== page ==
Monthly Archives: June 2013
Doubt that the decline in sales is a bubble about to burst. Mobile platforms may be a factor, but we are also in the last few months of the current console generation. Lots of gamers saving their $$$ for a PS4 or Xbox One?
The Entertainment Software Association, one of the foremost collectors of data on the video game industry, has released their 2013 data about video game consumption and use. It’s some pretty nifty information on gamers, their buying habits, and their make-up. In terms of sociology and video games, this is the bee’s knees (That’s a good thing, right?)
Let’s talk about some of the more interesting findings.
58% of American play video games:Look to your left, look to your right. Chances are the person sitting next to you is a gamer. This means that gamers are no longer in the minority. Like it or not, if you’re an American you’re most likely at least a little bit of a gamer. While this statistic doesn’t go into how it defines gamers, it shows that playing video games is now a hobby or activity that most Americans partake in.
45% of Gamers…
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Study finds that heavy users of the Internet are more likely to be depressed and suggests that they may experience withdrawal symptoms similar to those of drug users.
A recent study in the international journal PLOS ONE, has found that excessive users of the Internet are more likely to experience mood difficulties such as depression than those with more moderate habits.
The study also concluded that heavy users of the Internet may suffer from mood-related withdrawal symptoms when access to the Internet is removed.
How about an attention-grabbing quote from the researchers?
When these people come off-line, they suffer from increased negative mood – just like people coming off illegal drugs lke ecstasy.”
Here’s the thing – excessive use of the Internet is a real problem for some people, and it doesn’t matter if we call it an “addiction”, “excessive use”, or “unhealthy habits”. It can certainly cause problems at school, work, and in relationships. I’ve seen it and I work with it every day.
By the way, deterioration in mood was tested like this:
1. Baseline mood questionnaire
2. Use the Internet in a lab setting for 15 minutes
3. 2nd mood questionnaire
External validity questions aside, I don’t see a lot of value in trying to equate video game and Internet addiction with drug addiction. In my opinion this trivializes the very serious problem of drug and alcohol addiction and does nothing to “legitimize” the problem of unhealthy online habits.
Comparing online habits to ecstasy is not very helpful – it just seems like an unnecessary attempt to give weight to the very real problem (for some) of Internet addiction.
Internet addiction (or video game addiction) is comparable to drug addiction: Agree or disagree?
Study finds that MMOs and FPS video games are most often associated with problematic gaming. Also, what kinds of games are preferred by different racial groups?
The finding that MMO and FPS games are more likely to be linked to problematic or unhealthy play is not unexpected given previous research.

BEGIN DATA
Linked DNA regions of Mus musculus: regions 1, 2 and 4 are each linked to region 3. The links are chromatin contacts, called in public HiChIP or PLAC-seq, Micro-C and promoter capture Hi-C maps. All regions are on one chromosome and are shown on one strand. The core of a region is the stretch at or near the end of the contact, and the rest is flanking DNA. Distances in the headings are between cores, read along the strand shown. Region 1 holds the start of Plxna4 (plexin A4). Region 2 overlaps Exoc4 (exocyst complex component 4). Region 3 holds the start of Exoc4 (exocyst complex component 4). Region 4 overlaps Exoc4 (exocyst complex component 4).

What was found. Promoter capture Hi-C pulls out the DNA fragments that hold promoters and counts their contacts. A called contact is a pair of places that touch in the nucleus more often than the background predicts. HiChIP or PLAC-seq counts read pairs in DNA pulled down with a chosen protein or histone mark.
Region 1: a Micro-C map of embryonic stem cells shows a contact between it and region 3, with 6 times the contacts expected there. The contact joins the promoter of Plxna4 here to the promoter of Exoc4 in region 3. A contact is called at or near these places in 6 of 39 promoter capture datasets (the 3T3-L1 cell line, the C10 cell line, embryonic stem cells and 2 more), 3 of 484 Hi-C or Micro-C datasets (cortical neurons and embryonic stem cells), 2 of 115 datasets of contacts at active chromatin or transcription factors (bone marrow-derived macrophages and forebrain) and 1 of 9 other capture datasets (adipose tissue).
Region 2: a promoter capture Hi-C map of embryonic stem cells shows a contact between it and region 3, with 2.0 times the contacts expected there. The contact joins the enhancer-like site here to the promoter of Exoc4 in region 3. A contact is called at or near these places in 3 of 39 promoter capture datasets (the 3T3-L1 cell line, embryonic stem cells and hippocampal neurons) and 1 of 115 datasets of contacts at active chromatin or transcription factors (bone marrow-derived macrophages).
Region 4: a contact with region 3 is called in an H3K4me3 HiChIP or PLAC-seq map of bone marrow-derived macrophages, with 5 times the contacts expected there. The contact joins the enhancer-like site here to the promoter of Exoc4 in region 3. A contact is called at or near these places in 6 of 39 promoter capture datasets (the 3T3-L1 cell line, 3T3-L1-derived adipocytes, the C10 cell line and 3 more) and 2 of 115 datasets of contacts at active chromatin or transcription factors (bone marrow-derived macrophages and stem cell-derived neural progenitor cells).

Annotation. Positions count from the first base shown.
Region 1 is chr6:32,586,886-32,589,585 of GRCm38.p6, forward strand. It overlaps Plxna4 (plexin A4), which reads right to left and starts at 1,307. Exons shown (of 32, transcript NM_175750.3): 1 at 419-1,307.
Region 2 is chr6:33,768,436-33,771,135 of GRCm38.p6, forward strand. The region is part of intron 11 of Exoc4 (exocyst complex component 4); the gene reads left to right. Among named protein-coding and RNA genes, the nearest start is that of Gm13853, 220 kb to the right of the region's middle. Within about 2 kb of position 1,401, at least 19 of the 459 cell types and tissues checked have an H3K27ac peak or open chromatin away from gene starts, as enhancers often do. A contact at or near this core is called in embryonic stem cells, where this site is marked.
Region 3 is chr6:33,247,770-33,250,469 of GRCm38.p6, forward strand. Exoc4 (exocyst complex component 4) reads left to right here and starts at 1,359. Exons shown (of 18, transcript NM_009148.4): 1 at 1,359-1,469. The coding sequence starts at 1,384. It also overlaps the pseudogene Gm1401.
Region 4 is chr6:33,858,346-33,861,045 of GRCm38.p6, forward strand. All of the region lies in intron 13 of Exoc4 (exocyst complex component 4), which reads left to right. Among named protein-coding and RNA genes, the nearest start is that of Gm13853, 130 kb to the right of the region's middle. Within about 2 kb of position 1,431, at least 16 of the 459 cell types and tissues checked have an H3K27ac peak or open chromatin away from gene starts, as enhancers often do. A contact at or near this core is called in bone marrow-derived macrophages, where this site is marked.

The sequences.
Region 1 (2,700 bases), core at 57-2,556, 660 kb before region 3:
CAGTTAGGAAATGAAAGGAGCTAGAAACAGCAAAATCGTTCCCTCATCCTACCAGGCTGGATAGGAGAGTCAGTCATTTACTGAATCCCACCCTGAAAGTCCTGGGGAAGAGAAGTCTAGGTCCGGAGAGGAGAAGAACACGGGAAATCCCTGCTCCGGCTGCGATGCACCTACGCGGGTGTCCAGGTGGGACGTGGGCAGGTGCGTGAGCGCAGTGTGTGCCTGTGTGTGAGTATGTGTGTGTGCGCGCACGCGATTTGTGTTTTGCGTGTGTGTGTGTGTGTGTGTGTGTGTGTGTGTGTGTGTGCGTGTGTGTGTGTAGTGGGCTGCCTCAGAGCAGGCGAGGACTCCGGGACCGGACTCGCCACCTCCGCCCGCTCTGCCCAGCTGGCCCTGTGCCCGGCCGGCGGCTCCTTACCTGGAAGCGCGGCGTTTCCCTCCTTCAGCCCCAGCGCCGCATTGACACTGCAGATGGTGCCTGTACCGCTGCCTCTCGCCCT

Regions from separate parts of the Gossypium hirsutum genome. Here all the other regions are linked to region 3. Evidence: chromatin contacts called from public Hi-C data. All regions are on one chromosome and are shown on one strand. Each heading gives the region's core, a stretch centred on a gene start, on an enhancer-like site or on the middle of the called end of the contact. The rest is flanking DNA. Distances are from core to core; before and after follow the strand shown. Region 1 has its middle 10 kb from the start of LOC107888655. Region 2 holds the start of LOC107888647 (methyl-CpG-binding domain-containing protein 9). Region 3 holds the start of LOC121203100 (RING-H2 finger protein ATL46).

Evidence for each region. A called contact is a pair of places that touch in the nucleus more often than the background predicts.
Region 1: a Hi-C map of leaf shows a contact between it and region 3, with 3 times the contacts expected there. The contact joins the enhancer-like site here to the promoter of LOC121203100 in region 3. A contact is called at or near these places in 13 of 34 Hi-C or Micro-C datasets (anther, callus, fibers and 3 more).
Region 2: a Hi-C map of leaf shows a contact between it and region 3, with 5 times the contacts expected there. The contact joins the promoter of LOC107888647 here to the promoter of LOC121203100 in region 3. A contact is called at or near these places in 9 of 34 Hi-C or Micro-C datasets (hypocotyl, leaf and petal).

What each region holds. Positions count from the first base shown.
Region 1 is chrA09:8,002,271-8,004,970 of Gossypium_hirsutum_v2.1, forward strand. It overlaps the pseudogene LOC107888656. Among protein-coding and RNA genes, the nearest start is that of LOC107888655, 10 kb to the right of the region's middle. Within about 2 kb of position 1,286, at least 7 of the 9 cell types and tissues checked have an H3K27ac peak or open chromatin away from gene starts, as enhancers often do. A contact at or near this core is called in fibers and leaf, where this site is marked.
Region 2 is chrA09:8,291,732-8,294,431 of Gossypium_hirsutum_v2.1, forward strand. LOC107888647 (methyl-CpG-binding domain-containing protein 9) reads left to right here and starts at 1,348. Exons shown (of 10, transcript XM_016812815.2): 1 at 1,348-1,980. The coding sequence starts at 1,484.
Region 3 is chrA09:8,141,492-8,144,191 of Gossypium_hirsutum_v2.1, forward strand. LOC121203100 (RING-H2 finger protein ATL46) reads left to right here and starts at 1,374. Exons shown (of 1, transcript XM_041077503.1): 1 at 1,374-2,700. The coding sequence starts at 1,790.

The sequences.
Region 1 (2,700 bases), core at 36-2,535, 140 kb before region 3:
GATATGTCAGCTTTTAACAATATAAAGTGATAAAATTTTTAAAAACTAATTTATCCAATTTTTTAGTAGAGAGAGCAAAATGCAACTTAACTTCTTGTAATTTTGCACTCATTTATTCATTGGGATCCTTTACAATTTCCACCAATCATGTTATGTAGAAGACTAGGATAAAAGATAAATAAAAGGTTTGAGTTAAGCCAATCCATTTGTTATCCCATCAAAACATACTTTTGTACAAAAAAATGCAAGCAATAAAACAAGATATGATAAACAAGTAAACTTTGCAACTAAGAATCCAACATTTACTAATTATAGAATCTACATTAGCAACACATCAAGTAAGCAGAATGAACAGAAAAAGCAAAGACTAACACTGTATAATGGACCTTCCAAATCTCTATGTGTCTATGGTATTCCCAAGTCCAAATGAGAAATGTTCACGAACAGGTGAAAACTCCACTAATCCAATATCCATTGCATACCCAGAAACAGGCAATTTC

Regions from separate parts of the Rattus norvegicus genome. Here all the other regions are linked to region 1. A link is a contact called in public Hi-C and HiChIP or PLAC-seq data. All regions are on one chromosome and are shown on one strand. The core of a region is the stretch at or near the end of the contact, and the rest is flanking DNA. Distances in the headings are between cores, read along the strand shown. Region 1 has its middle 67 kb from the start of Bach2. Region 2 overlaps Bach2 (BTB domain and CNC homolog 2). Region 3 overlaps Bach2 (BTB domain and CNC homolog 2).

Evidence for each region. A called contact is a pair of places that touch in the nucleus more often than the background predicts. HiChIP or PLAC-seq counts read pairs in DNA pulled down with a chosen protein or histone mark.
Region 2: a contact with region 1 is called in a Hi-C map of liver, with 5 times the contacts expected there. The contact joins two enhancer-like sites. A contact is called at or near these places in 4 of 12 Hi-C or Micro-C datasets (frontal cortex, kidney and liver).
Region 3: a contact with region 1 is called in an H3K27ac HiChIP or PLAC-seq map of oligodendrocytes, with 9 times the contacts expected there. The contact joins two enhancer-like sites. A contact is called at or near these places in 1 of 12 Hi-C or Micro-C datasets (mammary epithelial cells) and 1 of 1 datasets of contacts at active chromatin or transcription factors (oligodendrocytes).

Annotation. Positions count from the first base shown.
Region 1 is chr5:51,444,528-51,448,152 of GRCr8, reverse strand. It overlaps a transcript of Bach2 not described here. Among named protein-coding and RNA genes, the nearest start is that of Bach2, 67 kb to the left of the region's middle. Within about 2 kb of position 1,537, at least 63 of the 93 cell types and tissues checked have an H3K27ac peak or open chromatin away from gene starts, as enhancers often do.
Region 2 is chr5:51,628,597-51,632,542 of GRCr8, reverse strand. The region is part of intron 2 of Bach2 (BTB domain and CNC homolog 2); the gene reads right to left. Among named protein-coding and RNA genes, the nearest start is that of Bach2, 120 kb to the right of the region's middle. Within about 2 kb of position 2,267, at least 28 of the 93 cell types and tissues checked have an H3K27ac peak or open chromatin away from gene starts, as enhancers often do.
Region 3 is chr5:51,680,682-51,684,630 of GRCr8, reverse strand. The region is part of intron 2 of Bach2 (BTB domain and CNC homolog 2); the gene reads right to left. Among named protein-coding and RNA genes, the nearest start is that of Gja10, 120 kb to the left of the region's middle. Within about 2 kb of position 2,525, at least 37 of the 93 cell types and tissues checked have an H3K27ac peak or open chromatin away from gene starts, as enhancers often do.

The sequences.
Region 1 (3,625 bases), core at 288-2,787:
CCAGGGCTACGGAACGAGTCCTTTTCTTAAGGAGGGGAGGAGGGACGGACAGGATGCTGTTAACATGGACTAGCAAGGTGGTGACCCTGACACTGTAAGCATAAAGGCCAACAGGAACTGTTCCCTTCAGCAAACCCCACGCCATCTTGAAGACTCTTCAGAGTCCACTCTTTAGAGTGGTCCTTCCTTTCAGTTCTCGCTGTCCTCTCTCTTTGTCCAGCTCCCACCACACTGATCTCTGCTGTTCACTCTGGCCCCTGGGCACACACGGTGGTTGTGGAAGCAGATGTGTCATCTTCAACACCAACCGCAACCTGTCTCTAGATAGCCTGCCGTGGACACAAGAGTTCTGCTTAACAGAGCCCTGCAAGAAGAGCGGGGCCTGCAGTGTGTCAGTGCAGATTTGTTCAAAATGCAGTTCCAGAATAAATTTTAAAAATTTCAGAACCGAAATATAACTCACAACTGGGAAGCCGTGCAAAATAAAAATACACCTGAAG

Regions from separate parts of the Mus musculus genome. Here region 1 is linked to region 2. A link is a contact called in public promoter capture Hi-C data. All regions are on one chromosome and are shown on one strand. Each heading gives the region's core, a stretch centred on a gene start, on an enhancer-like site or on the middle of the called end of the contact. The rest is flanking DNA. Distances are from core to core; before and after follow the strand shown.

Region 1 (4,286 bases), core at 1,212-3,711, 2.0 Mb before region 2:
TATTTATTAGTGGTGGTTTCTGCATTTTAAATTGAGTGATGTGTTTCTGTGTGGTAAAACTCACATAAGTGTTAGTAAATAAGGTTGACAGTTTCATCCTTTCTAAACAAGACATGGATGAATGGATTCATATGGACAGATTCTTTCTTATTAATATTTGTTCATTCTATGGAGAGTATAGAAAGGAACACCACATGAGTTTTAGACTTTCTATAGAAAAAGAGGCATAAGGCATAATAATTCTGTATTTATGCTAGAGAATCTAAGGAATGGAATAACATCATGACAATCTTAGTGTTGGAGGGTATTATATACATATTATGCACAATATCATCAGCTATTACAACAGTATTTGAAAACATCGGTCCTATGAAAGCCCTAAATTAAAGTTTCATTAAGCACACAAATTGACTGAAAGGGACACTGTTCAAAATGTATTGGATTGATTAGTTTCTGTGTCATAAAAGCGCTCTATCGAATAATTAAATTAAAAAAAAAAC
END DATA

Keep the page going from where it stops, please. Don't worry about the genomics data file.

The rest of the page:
Somewhat more interesting are the gaming habits of different ethnicities / races.
Caucasians: Role-playing and strategy games
African Americans: Sports and gambling
The study itself presents the findings, but doesn’t spend a lot of time discussing why certain races seem to prefer certain game genres.
Given that we are talking about racial differences I know this may be asking for trouble, but why do you think this is?
Any theories on the different preferences? If you are going to comment, keep it respectful please.
Original Article: Racial Differences in Video Game Preference
A computer gamer in China who died after a 24-hour marathon gaming session will allow others to live on via organ donation.
On May 19, 2013, 18-year-old Guo Quon collapsed and never regained consciousness after playing computer games for almost 24 hours non-stop. Although rare, these sudden deaths have been previously reported and are thought to be caused by blood clots.
Quon remained on life support following the collapse but suffered severe brain damage and was not expected to ever wake up.
His parents made the difficult decision to remove him from life support and donate his organs to China’s fledgling organ donation program. Organ donation in China is in its infancy, with many “donations” coming from inmates on death row.
A 15-year-old boy in the U.K. has received a three year custodial sentence for slashing the throat of a rival online gamer when they met in person.
The boy, who cannot be named for legal reasons (and who was 13 at the time of the attack), admitted that he attempted to kill another boy while they were at a friend’s house.
Fortunately, the victim did not die, but suffered a 15cm wound that has required extensive surgery.
The defendant’s lawyer argued that her client was desensitised due to overuse of violent video games and used violence as a way to solve problems. Also of note, the boy (at just 15) is already a father and “has particularly low intellectual ability”.
When passing the sentence, the judge concluded “I accept that exposure to violent video games increases the risk of violent behavior on the viewer’s part”.
Are the effects of violent video games to blame for this attack? Is the legal defence looking for a convenient scapegoat (i.e., violent video games)?
It seems rather likely that this boy had serious psychological and/or emotional issues above and beyond an obsession with gaming…
What do you think?